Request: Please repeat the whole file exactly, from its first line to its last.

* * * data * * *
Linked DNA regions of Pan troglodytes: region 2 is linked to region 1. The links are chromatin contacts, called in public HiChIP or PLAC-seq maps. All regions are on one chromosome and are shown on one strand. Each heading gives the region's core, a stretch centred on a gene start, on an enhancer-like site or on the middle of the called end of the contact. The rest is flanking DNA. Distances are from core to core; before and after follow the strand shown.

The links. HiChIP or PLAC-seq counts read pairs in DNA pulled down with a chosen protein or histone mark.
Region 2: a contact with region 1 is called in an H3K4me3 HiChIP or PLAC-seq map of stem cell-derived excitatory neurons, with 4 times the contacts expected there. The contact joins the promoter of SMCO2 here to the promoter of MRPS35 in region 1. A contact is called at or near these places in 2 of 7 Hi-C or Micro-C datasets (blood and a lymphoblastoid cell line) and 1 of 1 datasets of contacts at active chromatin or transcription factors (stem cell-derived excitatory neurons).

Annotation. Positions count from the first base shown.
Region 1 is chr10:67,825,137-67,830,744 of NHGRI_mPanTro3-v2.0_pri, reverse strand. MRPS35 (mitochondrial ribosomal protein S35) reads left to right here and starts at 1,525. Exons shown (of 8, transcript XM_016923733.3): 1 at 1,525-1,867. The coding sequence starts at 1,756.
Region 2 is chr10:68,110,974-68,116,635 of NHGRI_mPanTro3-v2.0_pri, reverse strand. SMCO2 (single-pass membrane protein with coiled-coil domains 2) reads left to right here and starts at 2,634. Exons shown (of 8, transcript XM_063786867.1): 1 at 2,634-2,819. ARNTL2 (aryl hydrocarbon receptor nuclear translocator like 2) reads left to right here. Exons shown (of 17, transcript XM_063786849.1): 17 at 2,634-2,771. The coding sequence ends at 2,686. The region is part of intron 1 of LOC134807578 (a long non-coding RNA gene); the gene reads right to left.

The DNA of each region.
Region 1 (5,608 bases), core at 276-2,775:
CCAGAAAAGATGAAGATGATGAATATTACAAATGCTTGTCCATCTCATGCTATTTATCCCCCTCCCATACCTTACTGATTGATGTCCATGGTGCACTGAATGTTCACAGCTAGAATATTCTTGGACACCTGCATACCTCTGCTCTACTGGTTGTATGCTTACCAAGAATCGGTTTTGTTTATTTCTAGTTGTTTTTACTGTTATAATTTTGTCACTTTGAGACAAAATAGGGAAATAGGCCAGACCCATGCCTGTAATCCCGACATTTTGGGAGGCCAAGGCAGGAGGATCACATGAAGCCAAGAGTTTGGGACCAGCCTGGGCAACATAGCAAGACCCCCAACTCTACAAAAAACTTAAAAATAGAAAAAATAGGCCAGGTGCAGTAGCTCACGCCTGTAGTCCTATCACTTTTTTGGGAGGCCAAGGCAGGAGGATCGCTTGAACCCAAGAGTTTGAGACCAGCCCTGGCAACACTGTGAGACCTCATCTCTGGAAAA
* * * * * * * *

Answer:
Linked DNA regions of Pan troglodytes: region 2 is linked to region 1. The links are chromatin contacts, called in public HiChIP or PLAC-seq maps. All regions are on one chromosome and are shown on one strand. Each heading gives the region's core, a stretch centred on a gene start, on an enhancer-like site or on the middle of the called end of the contact. The rest is flanking DNA. Distances are from core to core; before and after follow the strand shown.

The links. HiChIP or PLAC-seq counts read pairs in DNA pulled down with a chosen protein or histone mark.
Region 2: a contact with region 1 is called in an H3K4me3 HiChIP or PLAC-seq map of stem cell-derived excitatory neurons, with 4 times the contacts expected there. The contact joins the promoter of SMCO2 here to the promoter of MRPS35 in region 1. A contact is called at or near these places in 2 of 7 Hi-C or Micro-C datasets (blood and a lymphoblastoid cell line) and 1 of 1 datasets of contacts at active chromatin or transcription factors (stem cell-derived excitatory neurons).

Annotation. Positions count from the first base shown.
Region 1 is chr10:67,825,137-67,830,744 of NHGRI_mPanTro3-v2.0_pri, reverse strand. MRPS35 (mitochondrial ribosomal protein S35) reads left to right here and starts at 1,525. Exons shown (of 8, transcript XM_016923733.3): 1 at 1,525-1,867. The coding sequence starts at 1,756.
Region 2 is chr10:68,110,974-68,116,635 of NHGRI_mPanTro3-v2.0_pri, reverse strand. SMCO2 (single-pass membrane protein with coiled-coil domains 2) reads left to right here and starts at 2,634. Exons shown (of 8, transcript XM_063786867.1): 1 at 2,634-2,819. ARNTL2 (aryl hydrocarbon receptor nuclear translocator like 2) reads left to right here. Exons shown (of 17, transcript XM_063786849.1): 17 at 2,634-2,771. The coding sequence ends at 2,686. The region is part of intron 1 of LOC134807578 (a long non-coding RNA gene); the gene reads right to left.

The DNA of each region.
Region 1 (5,608 bases), core at 276-2,775:
CCAGAAAAGATGAAGATGATGAATATTACAAATGCTTGTCCATCTCATGCTATTTATCCCCCTCCCATACCTTACTGATTGATGTCCATGGTGCACTGAATGTTCACAGCTAGAATATTCTTGGACACCTGCATACCTCTGCTCTACTGGTTGTATGCTTACCAAGAATCGGTTTTGTTTATTTCTAGTTGTTTTTACTGTTATAATTTTGTCACTTTGAGACAAAATAGGGAAATAGGCCAGACCCATGCCTGTAATCCCGACATTTTGGGAGGCCAAGGCAGGAGGATCACATGAAGCCAAGAGTTTGGGACCAGCCTGGGCAACATAGCAAGACCCCCAACTCTACAAAAAACTTAAAAATAGAAAAAATAGGCCAGGTGCAGTAGCTCACGCCTGTAGTCCTATCACTTTTTTGGGAGGCCAAGGCAGGAGGATCGCTTGAACCCAAGAGTTTGAGACCAGCCCTGGCAACACTGTGAGACCTCATCTCTGGAAAA